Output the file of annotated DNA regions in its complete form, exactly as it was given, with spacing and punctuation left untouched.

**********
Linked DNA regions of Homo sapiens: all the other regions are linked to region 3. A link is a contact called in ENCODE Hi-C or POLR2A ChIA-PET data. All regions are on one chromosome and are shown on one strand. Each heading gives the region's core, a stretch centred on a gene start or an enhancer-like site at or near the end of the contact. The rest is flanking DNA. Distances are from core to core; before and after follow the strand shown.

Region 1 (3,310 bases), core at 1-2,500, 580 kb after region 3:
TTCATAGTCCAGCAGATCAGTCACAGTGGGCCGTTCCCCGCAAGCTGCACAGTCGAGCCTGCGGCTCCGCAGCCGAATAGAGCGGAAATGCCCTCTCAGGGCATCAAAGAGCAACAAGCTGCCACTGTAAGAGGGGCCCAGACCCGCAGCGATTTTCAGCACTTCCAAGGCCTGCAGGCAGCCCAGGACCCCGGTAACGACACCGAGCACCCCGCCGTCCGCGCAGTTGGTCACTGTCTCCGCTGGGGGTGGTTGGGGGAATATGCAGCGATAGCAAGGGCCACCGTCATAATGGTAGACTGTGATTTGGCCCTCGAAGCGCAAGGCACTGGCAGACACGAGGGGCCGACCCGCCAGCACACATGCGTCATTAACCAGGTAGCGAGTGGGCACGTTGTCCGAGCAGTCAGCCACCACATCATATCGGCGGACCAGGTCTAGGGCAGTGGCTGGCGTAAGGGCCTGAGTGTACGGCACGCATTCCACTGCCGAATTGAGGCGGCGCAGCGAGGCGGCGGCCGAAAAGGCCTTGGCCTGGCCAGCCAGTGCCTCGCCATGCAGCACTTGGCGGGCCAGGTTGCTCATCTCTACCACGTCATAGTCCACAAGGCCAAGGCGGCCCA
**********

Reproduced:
Linked DNA regions of Homo sapiens: all the other regions are linked to region 3. A link is a contact called in ENCODE Hi-C or POLR2A ChIA-PET data. All regions are on one chromosome and are shown on one strand. Each heading gives the region's core, a stretch centred on a gene start or an enhancer-like site at or near the end of the contact. The rest is flanking DNA. Distances are from core to core; before and after follow the strand shown.

Region 1 (3,310 bases), core at 1-2,500, 580 kb after region 3:
TTCATAGTCCAGCAGATCAGTCACAGTGGGCCGTTCCCCGCAAGCTGCACAGTCGAGCCTGCGGCTCCGCAGCCGAATAGAGCGGAAATGCCCTCTCAGGGCATCAAAGAGCAACAAGCTGCCACTGTAAGAGGGGCCCAGACCCGCAGCGATTTTCAGCACTTCCAAGGCCTGCAGGCAGCCCAGGACCCCGGTAACGACACCGAGCACCCCGCCGTCCGCGCAGTTGGTCACTGTCTCCGCTGGGGGTGGTTGGGGGAATATGCAGCGATAGCAAGGGCCACCGTCATAATGGTAGACTGTGATTTGGCCCTCGAAGCGCAAGGCACTGGCAGACACGAGGGGCCGACCCGCCAGCACACATGCGTCATTAACCAGGTAGCGAGTGGGCACGTTGTCCGAGCAGTCAGCCACCACATCATATCGGCGGACCAGGTCTAGGGCAGTGGCTGGCGTAAGGGCCTGAGTGTACGGCACGCATTCCACTGCCGAATTGAGGCGGCGCAGCGAGGCGGCGGCCGAAAAGGCCTTGGCCTGGCCAGCCAGTGCCTCGCCATGCAGCACTTGGCGGGCCAGGTTGCTCATCTCTACCACGTCATAGTCCACAAGGCCAAGGCGGCCCA